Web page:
Vue new features and breaking changes – overview of Vue 3

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We have all been waiting for this moment for a long time and it finally happened – the new major release of Vue is here! The Vue 3 brings a lot of Vue new features and makes good on the promises of the past 2 years. In this article, I’m going over the new Vue features, discussing the future of the framework and making recommendations on how to start learning Vue in 2020.

Vue.js is now one of the most popular frameworks for building user interfaces of modern web applications. It was created in 2014 by ex-Google developer Evan You. It has now around 157k stars on Github and a lot of community members. A few days ago, Vue 3.0 was released. It’s called “One Piece” – a reference to the japanese manga by the same title.

In this article, I will go through the release notes and show you the most important Vue new features and the most remarkable changes in Vue 3. As a developer who works with Vue on a daily basis, I will also give my own opinion about these changes. I will also tell you a thing or two about the future of the Vue framework and its place in the world of frontend development.

Vue new version – long overdue Vue 3

We had to wait about 2 years for the stable release of Vue 3. The first information about Vue 3 appeared on September 21st, 2018 at the Vue.js conference in London. The first alpha version was released at the beginning of 2020. Vue Core Team decided to move all the work regarding Vue 3 to a separate repository called vue-next and rewrite the Vue core from scratch using TypeScript. This allowed the creators to rethink and improve some of the core mechanisms in the Vue framework.

During these 2 years of hard work, around 100 contributors did a really great job by preparing over 30 RFC, over 600 pull requests and over 2600 commits to the Vue 3 repository. Impressive!

Vue.js London is a major global conference for frontend developers

Vue 3 migration issues

Here is a list of the most important breaking changes in Vue 3:

  • To create a Vue app, we need to use a special createApp function instead of creating a Vue object instance,

Creating app in Vue 2:

Creating app in Vue 3:

  • As you can see in the example above, the data option in Vue 3 should always be a method.
  • Global components in Vue 3 should be now attached to the application object instead of attaching them to the Vue instance.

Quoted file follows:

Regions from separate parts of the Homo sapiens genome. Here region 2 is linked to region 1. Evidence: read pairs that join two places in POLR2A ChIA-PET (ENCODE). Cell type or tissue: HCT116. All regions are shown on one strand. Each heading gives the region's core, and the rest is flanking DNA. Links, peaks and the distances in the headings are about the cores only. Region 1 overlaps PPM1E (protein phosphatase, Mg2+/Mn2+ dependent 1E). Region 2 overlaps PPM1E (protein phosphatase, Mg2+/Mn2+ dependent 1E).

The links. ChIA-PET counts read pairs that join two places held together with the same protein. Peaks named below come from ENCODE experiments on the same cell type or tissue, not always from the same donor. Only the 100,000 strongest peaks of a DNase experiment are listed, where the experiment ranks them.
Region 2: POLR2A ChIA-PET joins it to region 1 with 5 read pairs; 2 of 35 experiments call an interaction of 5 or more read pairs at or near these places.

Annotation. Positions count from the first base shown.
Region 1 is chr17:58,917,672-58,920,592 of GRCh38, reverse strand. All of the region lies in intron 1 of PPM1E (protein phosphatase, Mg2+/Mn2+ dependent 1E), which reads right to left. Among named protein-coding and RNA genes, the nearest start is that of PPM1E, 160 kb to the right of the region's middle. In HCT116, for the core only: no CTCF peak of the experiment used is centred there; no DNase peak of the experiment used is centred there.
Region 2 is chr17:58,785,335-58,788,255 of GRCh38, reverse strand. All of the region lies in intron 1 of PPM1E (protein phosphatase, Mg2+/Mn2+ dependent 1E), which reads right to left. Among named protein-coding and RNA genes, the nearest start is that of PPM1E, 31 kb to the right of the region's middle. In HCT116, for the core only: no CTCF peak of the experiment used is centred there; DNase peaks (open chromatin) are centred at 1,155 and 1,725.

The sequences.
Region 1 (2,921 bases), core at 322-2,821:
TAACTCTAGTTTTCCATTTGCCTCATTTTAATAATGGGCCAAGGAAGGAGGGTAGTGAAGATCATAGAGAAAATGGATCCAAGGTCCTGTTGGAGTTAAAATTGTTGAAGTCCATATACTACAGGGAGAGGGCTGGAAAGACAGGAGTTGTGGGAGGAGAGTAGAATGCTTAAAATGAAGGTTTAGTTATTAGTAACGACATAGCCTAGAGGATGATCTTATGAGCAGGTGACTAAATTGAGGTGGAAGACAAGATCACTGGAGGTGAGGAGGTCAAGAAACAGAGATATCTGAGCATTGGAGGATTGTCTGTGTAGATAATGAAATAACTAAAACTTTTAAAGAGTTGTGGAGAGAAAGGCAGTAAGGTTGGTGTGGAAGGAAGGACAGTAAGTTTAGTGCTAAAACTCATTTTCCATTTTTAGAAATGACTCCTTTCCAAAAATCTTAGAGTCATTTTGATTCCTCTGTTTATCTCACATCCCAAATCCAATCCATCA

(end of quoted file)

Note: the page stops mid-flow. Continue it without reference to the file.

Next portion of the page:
Mounting global component in Vue 2:

Mounting global component in Vue 3:

  • Other parts of the Vue ecosystem in Vue 3 also should be attached to the application object instead of attaching them to the Vue instance.

Mounting router and store in Vue 2:

Mounting router and store in Vue 3

  • If you use the Vue Transition component in your app, you need to change the naming of specific classes related to handling transitions.

If you want to see all breaking changes in Vue 3, you can check the Vue migration guide.

Composition API – a good alternative to React Hooks?

In order to build components in Vue 2, we are using the Options API. It means that we can set various options during the component configuration (such as data, computer, methods, watch etc).

Component configuration in Vue 2 with Options API:

As you can see, this API generates 2 basic problems:

  1. Logically related fragments of code are separated from each other into many options in the component.
  2. Reusing code between components is difficult and cumbersome. Of course, in Vue 2 we can use mixins to reuse some logic between components, but it still doesn’t resolve the first problem.

In Vue 3, the solution for these problems is the new Composition API. It replaces data, computed, methods and watch options with the setup method of the component.

Component configuration in Vue 3 with Composition API:

The really cool fact about Composition API is that it’s totally optional. You can still use Options API if you really want, but the Composition API is now the recommended solution for building components.

Reusing logic between components is resolved by using composition functions, which looks a lot like React Hooks. However, the composition functions work a little bit differently, but the idea is pretty much the same.

Example of simple composition function:

Vue Fragment – no need for a top level element in your template!

One of the new features in Vue 3 is the Vue Fragment. It allows us to put many root elements in the template of our component. This is a very interesting feature because in many cases we don’t need this redundant block element that we must add to wrap all the elements in our component. From now in Vue 3, we don’t have to do this anymore!

Template in Vue 2 before implementing Vue Fragment:

Template in Vue 3 with Vue Fragment implemented:

Teleport component – place your components anywhere in the DOM tree

Another interesting new feature provided in Vue 3 is the Teleport component. This component allows us to place HTML code of our component anywhere in the DOM tree (even near the ‘#app’ container).